She has not seen her daughter since her injury. Her parents say she has been awarded access rights for three days a week but Neptun’s family have not allowed any meetings to take place.
“When Kubra sees a mother and child on TV she is inconsolable,” her mother says. “They always say they’ll bring her and then they don’t and Kubra is heartbroken”.
The film follows her custody battle and Kubra learning to speak again in order to give her testimony in court.
Her husband was eventually sentenced to 15 months for assault.
Kubra’s lawyer Ipek Bozkurt, a domestic violence activist, supporting many women who have similar stories to tell, carries out her work fearing her own arrest for speaking out against the Turkish justice system.
“This country protects murderers who would like to punish their wives, their daughters or their girlfriends who want to have different things in life than they did before,” she says.
“You see how unjust this system is and have to fight against it.”
Amnesty International says the country’s judiciary has disregard for fair trials and applies broadly defined anti-terrorism laws to punish acts protected under international human rights law.
Journalists, politicians, activists, social media users and human rights defenders suffer judicial harassment for their real or perceived dissent, it says.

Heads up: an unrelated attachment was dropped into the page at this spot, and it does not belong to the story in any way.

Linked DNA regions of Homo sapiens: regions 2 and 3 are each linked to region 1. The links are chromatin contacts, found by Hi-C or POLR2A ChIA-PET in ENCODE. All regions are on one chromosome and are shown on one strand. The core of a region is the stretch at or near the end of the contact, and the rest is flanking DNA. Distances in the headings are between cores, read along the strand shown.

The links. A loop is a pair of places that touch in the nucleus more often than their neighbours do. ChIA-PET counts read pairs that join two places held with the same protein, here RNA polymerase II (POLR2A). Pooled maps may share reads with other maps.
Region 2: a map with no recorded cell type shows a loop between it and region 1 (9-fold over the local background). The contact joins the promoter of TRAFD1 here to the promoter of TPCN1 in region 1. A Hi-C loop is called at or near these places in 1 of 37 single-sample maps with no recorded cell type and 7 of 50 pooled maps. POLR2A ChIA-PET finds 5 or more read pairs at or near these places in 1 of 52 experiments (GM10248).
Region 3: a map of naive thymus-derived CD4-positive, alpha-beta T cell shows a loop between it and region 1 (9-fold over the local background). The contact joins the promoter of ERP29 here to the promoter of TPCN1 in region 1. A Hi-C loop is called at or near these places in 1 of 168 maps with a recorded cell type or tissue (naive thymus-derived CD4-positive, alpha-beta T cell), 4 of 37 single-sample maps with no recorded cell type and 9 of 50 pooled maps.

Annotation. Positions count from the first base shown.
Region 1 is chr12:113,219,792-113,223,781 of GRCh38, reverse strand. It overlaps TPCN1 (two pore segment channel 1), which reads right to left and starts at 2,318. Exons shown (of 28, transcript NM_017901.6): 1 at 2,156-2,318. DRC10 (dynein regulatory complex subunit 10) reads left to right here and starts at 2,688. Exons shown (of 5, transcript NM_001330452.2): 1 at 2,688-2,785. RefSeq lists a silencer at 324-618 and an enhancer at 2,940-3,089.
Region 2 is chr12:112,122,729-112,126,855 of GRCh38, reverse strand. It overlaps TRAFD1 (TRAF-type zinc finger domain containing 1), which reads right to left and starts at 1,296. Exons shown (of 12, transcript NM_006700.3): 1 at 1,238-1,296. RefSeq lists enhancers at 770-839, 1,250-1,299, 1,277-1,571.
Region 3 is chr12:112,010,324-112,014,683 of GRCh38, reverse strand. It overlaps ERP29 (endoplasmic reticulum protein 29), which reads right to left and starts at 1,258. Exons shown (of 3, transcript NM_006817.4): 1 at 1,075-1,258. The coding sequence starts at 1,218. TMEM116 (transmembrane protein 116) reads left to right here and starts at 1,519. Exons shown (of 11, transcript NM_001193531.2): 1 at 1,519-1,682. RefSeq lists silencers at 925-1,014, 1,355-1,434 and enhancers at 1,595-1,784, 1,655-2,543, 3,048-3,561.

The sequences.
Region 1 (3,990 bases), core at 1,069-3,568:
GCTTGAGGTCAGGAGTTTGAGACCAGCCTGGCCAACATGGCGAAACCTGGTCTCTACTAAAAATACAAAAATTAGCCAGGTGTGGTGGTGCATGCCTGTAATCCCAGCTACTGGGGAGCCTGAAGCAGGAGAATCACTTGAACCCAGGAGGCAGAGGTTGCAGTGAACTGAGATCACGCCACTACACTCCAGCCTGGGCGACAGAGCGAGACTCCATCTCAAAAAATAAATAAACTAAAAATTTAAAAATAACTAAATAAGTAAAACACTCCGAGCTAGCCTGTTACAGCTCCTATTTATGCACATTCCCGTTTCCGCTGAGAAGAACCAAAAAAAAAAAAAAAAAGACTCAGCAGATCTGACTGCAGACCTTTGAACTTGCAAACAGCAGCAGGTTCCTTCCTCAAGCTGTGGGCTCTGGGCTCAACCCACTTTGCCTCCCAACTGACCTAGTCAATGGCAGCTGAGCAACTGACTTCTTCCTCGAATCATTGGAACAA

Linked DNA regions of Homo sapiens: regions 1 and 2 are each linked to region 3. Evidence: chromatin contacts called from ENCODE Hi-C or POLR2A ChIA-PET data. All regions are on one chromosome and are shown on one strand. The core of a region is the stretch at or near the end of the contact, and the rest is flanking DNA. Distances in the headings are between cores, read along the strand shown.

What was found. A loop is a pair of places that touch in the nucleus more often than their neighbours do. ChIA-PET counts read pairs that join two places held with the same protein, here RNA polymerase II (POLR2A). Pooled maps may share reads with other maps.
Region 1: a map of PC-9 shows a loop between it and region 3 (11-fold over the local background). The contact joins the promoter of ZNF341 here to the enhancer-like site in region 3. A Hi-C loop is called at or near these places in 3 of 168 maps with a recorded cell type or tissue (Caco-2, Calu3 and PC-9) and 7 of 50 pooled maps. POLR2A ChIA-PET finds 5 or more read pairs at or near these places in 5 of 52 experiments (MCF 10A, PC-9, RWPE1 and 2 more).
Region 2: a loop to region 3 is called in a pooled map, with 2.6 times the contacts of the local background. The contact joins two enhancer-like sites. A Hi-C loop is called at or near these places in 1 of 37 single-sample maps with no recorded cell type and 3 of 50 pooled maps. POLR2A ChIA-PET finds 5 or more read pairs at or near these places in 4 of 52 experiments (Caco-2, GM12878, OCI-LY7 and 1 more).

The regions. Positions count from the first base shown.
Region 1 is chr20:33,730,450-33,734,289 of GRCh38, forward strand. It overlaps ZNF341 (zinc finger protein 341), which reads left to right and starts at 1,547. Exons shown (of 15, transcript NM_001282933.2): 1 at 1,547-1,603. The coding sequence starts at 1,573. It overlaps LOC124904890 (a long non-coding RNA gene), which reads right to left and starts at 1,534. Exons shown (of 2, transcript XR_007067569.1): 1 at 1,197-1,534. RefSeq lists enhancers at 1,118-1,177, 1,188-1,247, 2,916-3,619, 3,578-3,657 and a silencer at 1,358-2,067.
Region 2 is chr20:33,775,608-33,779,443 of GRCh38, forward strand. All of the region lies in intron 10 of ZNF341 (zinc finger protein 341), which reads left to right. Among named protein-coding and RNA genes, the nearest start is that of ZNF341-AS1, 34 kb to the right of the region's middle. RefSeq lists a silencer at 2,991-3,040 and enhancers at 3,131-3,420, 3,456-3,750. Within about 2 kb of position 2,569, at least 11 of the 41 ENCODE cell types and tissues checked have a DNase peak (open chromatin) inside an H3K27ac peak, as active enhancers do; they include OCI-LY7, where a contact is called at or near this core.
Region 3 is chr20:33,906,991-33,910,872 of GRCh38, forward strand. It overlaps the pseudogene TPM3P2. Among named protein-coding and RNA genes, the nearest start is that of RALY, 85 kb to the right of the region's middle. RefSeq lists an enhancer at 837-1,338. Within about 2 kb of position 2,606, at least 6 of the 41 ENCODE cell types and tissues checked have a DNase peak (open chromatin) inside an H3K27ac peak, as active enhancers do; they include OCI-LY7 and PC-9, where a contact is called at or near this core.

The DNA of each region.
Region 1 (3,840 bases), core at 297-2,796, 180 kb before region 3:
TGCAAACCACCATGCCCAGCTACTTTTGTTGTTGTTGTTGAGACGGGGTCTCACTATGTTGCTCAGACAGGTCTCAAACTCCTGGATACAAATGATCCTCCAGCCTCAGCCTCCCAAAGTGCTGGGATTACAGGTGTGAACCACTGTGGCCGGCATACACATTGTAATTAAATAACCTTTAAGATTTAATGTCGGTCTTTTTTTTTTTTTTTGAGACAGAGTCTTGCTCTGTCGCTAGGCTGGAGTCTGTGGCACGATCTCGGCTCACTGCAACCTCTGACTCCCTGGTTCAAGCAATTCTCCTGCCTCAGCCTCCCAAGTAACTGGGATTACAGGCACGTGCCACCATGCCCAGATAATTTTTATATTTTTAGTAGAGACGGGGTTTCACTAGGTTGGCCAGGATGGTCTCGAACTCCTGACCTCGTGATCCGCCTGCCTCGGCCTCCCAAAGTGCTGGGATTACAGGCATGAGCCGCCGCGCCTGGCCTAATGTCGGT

In March the country abandoned an international accord that seeks to prevent, prosecute and eliminate domestic violence.
Turkish conservatives had argued its principles of gender equality and non-discrimination on grounds of sexual orientation undermine family values and promote homosexuality
Chloe and producer Sinead Kirwan spent five years going back and fore to Turkey to follow the women’s fight for justice during a turbulent time for the country.
A failed coup in July 2016 was followed by a referendum in 2017 which gave sweeping powers to the country’s powerful but divisive President Erdogan.
Chloe said funding issues and the lengthy judicial process the women in the documentary went through meant the project was a “difficult road” and she sometimes feared it would never be completed.
“There was so much momentum to make the film because it just felt so urgent that this story should be out there,” she said.
“The women were just so inspiring and they were changing their lives and moving forward and overcoming unbelievable challenges and just getting stronger and stronger in the face of those challenges.”
Hearing the film had been selected to represent the UK in two categories at the 94th Academy Awards was a shock.
“We were definitely surprised. I was like: ‘What? What? Serious?’ ” said Chloe.
“You feel like you’re a bit of an outlier when you make a film in this way, like a total, total underdog so we were really surprised but also really delighted that the film would get recognition in this way and definitely that the issue would get recognised as being a really important issue.”